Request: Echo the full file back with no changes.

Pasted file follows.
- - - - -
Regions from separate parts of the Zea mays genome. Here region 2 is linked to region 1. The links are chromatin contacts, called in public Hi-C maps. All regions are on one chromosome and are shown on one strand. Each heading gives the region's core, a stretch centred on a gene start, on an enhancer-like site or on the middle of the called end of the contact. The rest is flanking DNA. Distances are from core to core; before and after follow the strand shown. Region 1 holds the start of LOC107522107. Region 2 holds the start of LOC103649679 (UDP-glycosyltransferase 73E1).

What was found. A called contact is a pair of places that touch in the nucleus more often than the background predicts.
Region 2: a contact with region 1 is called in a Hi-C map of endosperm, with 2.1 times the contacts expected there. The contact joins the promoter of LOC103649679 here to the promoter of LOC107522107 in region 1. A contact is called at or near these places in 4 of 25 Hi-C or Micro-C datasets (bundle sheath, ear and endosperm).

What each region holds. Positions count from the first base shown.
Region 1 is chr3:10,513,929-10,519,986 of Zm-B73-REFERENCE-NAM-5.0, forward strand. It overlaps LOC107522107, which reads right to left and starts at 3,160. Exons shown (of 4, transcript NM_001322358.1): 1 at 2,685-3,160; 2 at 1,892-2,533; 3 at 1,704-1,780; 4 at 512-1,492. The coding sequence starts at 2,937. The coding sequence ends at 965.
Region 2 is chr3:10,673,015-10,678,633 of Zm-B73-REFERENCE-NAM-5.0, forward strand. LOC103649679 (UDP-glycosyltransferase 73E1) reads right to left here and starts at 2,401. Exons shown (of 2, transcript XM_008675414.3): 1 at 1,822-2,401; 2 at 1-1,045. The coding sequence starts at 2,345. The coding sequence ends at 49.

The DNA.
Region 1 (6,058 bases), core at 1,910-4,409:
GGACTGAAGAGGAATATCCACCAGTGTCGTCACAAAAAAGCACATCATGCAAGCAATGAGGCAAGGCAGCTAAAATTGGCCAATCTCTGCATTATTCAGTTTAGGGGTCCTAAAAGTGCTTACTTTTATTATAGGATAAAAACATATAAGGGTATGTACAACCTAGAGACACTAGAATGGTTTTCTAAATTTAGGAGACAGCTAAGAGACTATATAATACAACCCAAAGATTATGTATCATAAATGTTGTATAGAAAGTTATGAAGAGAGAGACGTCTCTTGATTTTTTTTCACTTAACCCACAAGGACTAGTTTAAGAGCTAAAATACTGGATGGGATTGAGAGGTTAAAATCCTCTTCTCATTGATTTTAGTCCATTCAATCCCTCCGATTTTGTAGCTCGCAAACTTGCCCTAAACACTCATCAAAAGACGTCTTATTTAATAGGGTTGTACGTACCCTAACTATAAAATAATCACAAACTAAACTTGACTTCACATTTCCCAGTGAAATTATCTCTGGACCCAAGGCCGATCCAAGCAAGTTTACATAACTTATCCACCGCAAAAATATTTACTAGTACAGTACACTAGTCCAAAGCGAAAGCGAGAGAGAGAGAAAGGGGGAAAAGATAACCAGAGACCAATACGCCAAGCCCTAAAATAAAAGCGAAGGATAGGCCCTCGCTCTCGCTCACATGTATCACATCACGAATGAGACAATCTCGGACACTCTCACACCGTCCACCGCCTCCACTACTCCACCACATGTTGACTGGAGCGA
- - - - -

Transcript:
Regions from separate parts of the Zea mays genome. Here region 2 is linked to region 1. The links are chromatin contacts, called in public Hi-C maps. All regions are on one chromosome and are shown on one strand. Each heading gives the region's core, a stretch centred on a gene start, on an enhancer-like site or on the middle of the called end of the contact. The rest is flanking DNA. Distances are from core to core; before and after follow the strand shown. Region 1 holds the start of LOC107522107. Region 2 holds the start of LOC103649679 (UDP-glycosyltransferase 73E1).

What was found. A called contact is a pair of places that touch in the nucleus more often than the background predicts.
Region 2: a contact with region 1 is called in a Hi-C map of endosperm, with 2.1 times the contacts expected there. The contact joins the promoter of LOC103649679 here to the promoter of LOC107522107 in region 1. A contact is called at or near these places in 4 of 25 Hi-C or Micro-C datasets (bundle sheath, ear and endosperm).

What each region holds. Positions count from the first base shown.
Region 1 is chr3:10,513,929-10,519,986 of Zm-B73-REFERENCE-NAM-5.0, forward strand. It overlaps LOC107522107, which reads right to left and starts at 3,160. Exons shown (of 4, transcript NM_001322358.1): 1 at 2,685-3,160; 2 at 1,892-2,533; 3 at 1,704-1,780; 4 at 512-1,492. The coding sequence starts at 2,937. The coding sequence ends at 965.
Region 2 is chr3:10,673,015-10,678,633 of Zm-B73-REFERENCE-NAM-5.0, forward strand. LOC103649679 (UDP-glycosyltransferase 73E1) reads right to left here and starts at 2,401. Exons shown (of 2, transcript XM_008675414.3): 1 at 1,822-2,401; 2 at 1-1,045. The coding sequence starts at 2,345. The coding sequence ends at 49.

The DNA.
Region 1 (6,058 bases), core at 1,910-4,409:
GGACTGAAGAGGAATATCCACCAGTGTCGTCACAAAAAAGCACATCATGCAAGCAATGAGGCAAGGCAGCTAAAATTGGCCAATCTCTGCATTATTCAGTTTAGGGGTCCTAAAAGTGCTTACTTTTATTATAGGATAAAAACATATAAGGGTATGTACAACCTAGAGACACTAGAATGGTTTTCTAAATTTAGGAGACAGCTAAGAGACTATATAATACAACCCAAAGATTATGTATCATAAATGTTGTATAGAAAGTTATGAAGAGAGAGACGTCTCTTGATTTTTTTTCACTTAACCCACAAGGACTAGTTTAAGAGCTAAAATACTGGATGGGATTGAGAGGTTAAAATCCTCTTCTCATTGATTTTAGTCCATTCAATCCCTCCGATTTTGTAGCTCGCAAACTTGCCCTAAACACTCATCAAAAGACGTCTTATTTAATAGGGTTGTACGTACCCTAACTATAAAATAATCACAAACTAAACTTGACTTCACATTTCCCAGTGAAATTATCTCTGGACCCAAGGCCGATCCAAGCAAGTTTACATAACTTATCCACCGCAAAAATATTTACTAGTACAGTACACTAGTCCAAAGCGAAAGCGAGAGAGAGAGAAAGGGGGAAAAGATAACCAGAGACCAATACGCCAAGCCCTAAAATAAAAGCGAAGGATAGGCCCTCGCTCTCGCTCACATGTATCACATCACGAATGAGACAATCTCGGACACTCTCACACCGTCCACCGCCTCCACTACTCCACCACATGTTGACTGGAGCGA